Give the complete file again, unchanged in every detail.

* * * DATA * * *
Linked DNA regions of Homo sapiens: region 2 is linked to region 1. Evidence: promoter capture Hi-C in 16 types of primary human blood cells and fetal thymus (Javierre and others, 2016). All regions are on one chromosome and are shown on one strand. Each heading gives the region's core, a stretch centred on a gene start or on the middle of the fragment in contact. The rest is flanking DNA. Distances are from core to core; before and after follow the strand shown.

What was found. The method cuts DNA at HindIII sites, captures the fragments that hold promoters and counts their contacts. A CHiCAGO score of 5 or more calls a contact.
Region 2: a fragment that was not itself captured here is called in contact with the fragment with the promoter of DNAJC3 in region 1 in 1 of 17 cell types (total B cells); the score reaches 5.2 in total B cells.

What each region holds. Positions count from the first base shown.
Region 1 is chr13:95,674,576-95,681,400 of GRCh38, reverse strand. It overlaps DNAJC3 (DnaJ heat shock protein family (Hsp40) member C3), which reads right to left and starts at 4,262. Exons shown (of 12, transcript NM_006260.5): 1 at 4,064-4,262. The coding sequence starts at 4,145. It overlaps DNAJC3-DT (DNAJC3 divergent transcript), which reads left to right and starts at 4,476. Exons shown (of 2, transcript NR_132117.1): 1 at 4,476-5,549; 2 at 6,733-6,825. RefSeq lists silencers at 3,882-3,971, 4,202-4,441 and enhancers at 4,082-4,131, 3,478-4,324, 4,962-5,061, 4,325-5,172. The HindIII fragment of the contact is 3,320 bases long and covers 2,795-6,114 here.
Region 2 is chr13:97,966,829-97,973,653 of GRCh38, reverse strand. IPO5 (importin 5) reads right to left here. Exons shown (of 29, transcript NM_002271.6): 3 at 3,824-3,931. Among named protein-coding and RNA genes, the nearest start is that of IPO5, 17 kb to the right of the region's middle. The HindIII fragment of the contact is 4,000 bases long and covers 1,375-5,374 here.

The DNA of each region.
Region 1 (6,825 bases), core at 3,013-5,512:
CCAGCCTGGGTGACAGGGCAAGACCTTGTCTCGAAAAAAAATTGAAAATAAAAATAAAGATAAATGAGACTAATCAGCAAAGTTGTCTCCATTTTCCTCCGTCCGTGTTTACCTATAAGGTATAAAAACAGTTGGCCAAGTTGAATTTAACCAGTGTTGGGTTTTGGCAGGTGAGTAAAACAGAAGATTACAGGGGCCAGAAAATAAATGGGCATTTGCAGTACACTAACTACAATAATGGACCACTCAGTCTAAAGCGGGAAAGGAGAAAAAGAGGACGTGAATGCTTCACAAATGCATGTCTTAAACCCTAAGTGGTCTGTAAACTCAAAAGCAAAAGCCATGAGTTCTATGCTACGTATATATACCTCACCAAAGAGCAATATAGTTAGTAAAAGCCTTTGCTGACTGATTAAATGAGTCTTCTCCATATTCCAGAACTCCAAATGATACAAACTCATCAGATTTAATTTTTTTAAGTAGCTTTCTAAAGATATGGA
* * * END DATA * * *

Linked DNA regions of Homo sapiens: region 2 is linked to region 1. Evidence: promoter capture Hi-C in 16 types of primary human blood cells and fetal thymus (Javierre and others, 2016). All regions are on one chromosome and are shown on one strand. Each heading gives the region's core, a stretch centred on a gene start or on the middle of the fragment in contact. The rest is flanking DNA. Distances are from core to core; before and after follow the strand shown.

What was found. The method cuts DNA at HindIII sites, captures the fragments that hold promoters and counts their contacts. A CHiCAGO score of 5 or more calls a contact.
Region 2: a fragment that was not itself captured here is called in contact with the fragment with the promoter of DNAJC3 in region 1 in 1 of 17 cell types (total B cells); the score reaches 5.2 in total B cells.

What each region holds. Positions count from the first base shown.
Region 1 is chr13:95,674,576-95,681,400 of GRCh38, reverse strand. It overlaps DNAJC3 (DnaJ heat shock protein family (Hsp40) member C3), which reads right to left and starts at 4,262. Exons shown (of 12, transcript NM_006260.5): 1 at 4,064-4,262. The coding sequence starts at 4,145. It overlaps DNAJC3-DT (DNAJC3 divergent transcript), which reads left to right and starts at 4,476. Exons shown (of 2, transcript NR_132117.1): 1 at 4,476-5,549; 2 at 6,733-6,825. RefSeq lists silencers at 3,882-3,971, 4,202-4,441 and enhancers at 4,082-4,131, 3,478-4,324, 4,962-5,061, 4,325-5,172. The HindIII fragment of the contact is 3,320 bases long and covers 2,795-6,114 here.
Region 2 is chr13:97,966,829-97,973,653 of GRCh38, reverse strand. IPO5 (importin 5) reads right to left here. Exons shown (of 29, transcript NM_002271.6): 3 at 3,824-3,931. Among named protein-coding and RNA genes, the nearest start is that of IPO5, 17 kb to the right of the region's middle. The HindIII fragment of the contact is 4,000 bases long and covers 1,375-5,374 here.

The DNA of each region.
Region 1 (6,825 bases), core at 3,013-5,512:
CCAGCCTGGGTGACAGGGCAAGACCTTGTCTCGAAAAAAAATTGAAAATAAAAATAAAGATAAATGAGACTAATCAGCAAAGTTGTCTCCATTTTCCTCCGTCCGTGTTTACCTATAAGGTATAAAAACAGTTGGCCAAGTTGAATTTAACCAGTGTTGGGTTTTGGCAGGTGAGTAAAACAGAAGATTACAGGGGCCAGAAAATAAATGGGCATTTGCAGTACACTAACTACAATAATGGACCACTCAGTCTAAAGCGGGAAAGGAGAAAAAGAGGACGTGAATGCTTCACAAATGCATGTCTTAAACCCTAAGTGGTCTGTAAACTCAAAAGCAAAAGCCATGAGTTCTATGCTACGTATATATACCTCACCAAAGAGCAATATAGTTAGTAAAAGCCTTTGCTGACTGATTAAATGAGTCTTCTCCATATTCCAGAACTCCAAATGATACAAACTCATCAGATTTAATTTTTTTAAGTAGCTTTCTAAAGATATGGA